Legal Aid gets a Fair Deal for Gardener Displaced by Highway Project

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Joyce Hairston in her garden with friends.

Joyce Hairston in her garden with friends.

Joyce Hairston, an avid gardener, created The Union Community Garden in Slavic Village, fostering friendships and teaching neighbors to grow their own food. She had lived in her home for 16 years.

But this year came the bulldozers. They were clearing the way for Cleveland’s new Opportunity Corridor boulevard which will link I-490 and University Circle. Ms. Hairston’s home and garden had to go.

At first, the 60-year-old didn’t want to move. She learned she was legally entitled to relocation assistance – but without an attorney, she didn’t know what to do, and was worried she wouldn’t get the compensation she deserved. Legal Aid has advised a number of residents whose property is slated to be taken by eminent domain for the new road. “With the right settlement, it can be advantageous,” says Paul Binder, a Legal Aid volunteer on the project, “but the negotiations can be complicated.” The negotiations were complicated for Ms. Hairston. The Ohio Department of Transportation found Ms. Hairston what they said was a “comparable” new home. But it was far away, had no room for a garden, and the taxes were impossible.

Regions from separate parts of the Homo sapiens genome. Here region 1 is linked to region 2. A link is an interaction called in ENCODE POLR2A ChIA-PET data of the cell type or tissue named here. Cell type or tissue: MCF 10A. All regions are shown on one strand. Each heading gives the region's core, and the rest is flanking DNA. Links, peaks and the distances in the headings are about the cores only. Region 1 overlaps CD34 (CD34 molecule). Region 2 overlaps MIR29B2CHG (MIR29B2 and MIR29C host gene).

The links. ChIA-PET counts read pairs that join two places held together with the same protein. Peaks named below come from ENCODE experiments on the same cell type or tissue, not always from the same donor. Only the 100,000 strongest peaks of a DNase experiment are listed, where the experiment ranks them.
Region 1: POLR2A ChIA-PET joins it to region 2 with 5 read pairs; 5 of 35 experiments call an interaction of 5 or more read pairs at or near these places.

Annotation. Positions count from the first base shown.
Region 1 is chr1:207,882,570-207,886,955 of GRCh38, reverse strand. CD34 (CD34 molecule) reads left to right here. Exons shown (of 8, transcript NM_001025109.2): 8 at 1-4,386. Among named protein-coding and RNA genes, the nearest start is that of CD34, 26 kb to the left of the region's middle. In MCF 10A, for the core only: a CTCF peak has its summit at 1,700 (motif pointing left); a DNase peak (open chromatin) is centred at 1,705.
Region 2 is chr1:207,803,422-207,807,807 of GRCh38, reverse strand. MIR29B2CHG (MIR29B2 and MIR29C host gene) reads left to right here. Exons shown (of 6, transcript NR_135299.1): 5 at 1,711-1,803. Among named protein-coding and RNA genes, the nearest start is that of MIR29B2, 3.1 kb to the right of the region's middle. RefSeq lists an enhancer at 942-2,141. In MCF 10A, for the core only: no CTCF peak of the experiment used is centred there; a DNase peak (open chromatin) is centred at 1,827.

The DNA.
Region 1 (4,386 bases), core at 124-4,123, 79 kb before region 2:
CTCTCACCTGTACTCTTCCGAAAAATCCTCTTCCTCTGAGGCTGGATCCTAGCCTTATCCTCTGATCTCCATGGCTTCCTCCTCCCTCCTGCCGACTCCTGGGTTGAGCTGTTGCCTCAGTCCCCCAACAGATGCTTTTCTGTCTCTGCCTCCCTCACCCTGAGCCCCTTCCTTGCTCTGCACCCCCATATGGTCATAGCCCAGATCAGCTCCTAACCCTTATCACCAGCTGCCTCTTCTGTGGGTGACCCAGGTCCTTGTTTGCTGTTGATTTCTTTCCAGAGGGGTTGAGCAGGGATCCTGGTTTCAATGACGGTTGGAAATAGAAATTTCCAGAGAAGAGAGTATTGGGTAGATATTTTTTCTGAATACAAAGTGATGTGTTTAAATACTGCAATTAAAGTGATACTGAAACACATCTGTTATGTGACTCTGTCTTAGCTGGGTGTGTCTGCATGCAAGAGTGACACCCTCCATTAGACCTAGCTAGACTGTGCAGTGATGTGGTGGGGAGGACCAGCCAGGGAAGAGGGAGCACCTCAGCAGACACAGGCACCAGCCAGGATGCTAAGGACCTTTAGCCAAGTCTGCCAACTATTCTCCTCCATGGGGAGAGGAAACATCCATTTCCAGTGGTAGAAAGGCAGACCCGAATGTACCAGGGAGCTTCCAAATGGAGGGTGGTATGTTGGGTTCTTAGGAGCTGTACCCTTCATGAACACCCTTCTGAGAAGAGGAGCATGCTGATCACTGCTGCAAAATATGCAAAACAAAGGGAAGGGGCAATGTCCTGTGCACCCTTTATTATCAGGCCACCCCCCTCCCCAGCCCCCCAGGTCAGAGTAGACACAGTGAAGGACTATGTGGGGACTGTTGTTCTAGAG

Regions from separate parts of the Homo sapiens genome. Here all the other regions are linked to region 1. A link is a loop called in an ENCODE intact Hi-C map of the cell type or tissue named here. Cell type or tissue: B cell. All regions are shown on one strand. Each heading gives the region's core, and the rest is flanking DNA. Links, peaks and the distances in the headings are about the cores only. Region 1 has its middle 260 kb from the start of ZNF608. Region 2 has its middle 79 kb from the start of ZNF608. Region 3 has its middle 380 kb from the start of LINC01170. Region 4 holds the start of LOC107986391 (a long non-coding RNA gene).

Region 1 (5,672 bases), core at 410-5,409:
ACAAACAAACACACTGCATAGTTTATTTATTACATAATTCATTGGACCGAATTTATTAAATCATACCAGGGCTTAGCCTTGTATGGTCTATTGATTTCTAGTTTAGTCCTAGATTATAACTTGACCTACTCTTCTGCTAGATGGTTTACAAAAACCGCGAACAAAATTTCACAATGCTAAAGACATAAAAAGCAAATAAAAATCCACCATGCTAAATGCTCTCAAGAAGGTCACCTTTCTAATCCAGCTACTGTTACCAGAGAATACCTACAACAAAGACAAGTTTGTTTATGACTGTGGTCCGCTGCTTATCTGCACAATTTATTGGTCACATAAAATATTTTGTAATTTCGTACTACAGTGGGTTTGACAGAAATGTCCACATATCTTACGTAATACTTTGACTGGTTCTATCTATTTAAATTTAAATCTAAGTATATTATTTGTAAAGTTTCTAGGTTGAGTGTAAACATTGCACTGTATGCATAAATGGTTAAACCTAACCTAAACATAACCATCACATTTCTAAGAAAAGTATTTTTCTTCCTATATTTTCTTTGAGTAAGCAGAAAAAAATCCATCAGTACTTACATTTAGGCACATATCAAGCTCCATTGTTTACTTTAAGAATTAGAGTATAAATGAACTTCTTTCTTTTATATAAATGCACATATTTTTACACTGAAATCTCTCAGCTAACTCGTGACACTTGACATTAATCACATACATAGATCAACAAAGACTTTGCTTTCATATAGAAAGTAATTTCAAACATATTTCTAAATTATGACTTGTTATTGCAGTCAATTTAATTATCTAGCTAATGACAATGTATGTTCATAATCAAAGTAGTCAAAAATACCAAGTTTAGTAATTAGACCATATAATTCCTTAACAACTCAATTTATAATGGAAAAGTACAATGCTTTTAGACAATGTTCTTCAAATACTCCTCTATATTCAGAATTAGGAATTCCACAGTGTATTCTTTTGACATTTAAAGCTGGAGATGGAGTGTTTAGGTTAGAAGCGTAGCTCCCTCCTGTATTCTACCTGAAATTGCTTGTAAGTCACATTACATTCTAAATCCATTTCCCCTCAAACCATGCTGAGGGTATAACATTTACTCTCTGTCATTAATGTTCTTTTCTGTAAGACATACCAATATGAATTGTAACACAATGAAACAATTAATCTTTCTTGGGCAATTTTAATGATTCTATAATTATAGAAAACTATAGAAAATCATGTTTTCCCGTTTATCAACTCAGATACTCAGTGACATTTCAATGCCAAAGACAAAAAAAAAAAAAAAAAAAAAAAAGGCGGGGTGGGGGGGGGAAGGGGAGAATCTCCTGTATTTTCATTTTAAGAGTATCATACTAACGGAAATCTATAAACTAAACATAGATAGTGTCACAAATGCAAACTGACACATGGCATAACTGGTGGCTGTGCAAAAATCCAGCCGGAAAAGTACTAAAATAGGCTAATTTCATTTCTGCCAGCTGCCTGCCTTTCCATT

“I’ve been gardening it since 1995 – corn, greens, tomatoes, berries and some of those take time to cultivate. Virgin ground doesn’t grow good vegetables, it has to take off,” said Ms. Hairston. The state acted as if her demonstration garden was just a few flowerpots. Mr. Binder was able to show the demonstration garden was part of the High Tunnel Initiative, one of many urban gardens sponsored by the USDA and Rep. Marcia Fudge to encourage locally grown produce.

Legal Aid stepped in and convinced ODOT that a “comparable home” included a “comparable” garden. The property taxes on the new home ODOT found were closer to what she had been paying in Cleveland, and in a better location. Plus – it had room for a garden.

Thanks to her Legal Aid lawyer, she was able to appeal the first offer and she had enough money to buy a new home with a garden – plus moving expenses.

Ms. Hairston is thrilled, “Mr. Binder just grabbed it like a bulldog. In his calm way he was vicious.”

 

Click here to view the full Poetic Justice Issue where this story appeared.

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